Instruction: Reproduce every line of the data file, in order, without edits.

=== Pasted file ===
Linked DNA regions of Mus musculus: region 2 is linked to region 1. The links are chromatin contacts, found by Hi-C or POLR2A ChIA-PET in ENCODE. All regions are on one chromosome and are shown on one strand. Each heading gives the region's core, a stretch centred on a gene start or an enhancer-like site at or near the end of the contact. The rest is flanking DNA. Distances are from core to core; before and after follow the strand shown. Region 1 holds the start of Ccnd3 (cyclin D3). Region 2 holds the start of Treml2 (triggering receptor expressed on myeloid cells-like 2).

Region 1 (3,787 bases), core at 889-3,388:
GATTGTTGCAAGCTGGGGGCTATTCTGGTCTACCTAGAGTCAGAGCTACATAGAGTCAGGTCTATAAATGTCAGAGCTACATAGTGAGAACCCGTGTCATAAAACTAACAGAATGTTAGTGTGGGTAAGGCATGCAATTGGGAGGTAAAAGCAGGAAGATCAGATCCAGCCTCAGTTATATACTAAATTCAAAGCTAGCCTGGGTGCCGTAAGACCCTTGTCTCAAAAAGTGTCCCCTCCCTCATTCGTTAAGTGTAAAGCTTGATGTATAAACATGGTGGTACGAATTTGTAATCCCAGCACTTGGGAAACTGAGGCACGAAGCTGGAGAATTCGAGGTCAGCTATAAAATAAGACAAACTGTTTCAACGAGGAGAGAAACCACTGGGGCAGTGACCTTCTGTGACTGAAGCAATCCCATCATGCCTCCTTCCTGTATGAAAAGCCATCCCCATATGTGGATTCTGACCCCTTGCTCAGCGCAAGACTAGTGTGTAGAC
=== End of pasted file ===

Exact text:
Linked DNA regions of Mus musculus: region 2 is linked to region 1. The links are chromatin contacts, found by Hi-C or POLR2A ChIA-PET in ENCODE. All regions are on one chromosome and are shown on one strand. Each heading gives the region's core, a stretch centred on a gene start or an enhancer-like site at or near the end of the contact. The rest is flanking DNA. Distances are from core to core; before and after follow the strand shown. Region 1 holds the start of Ccnd3 (cyclin D3). Region 2 holds the start of Treml2 (triggering receptor expressed on myeloid cells-like 2).

Region 1 (3,787 bases), core at 889-3,388:
GATTGTTGCAAGCTGGGGGCTATTCTGGTCTACCTAGAGTCAGAGCTACATAGAGTCAGGTCTATAAATGTCAGAGCTACATAGTGAGAACCCGTGTCATAAAACTAACAGAATGTTAGTGTGGGTAAGGCATGCAATTGGGAGGTAAAAGCAGGAAGATCAGATCCAGCCTCAGTTATATACTAAATTCAAAGCTAGCCTGGGTGCCGTAAGACCCTTGTCTCAAAAAGTGTCCCCTCCCTCATTCGTTAAGTGTAAAGCTTGATGTATAAACATGGTGGTACGAATTTGTAATCCCAGCACTTGGGAAACTGAGGCACGAAGCTGGAGAATTCGAGGTCAGCTATAAAATAAGACAAACTGTTTCAACGAGGAGAGAAACCACTGGGGCAGTGACCTTCTGTGACTGAAGCAATCCCATCATGCCTCCTTCCTGTATGAAAAGCCATCCCCATATGTGGATTCTGACCCCTTGCTCAGCGCAAGACTAGTGTGTAGAC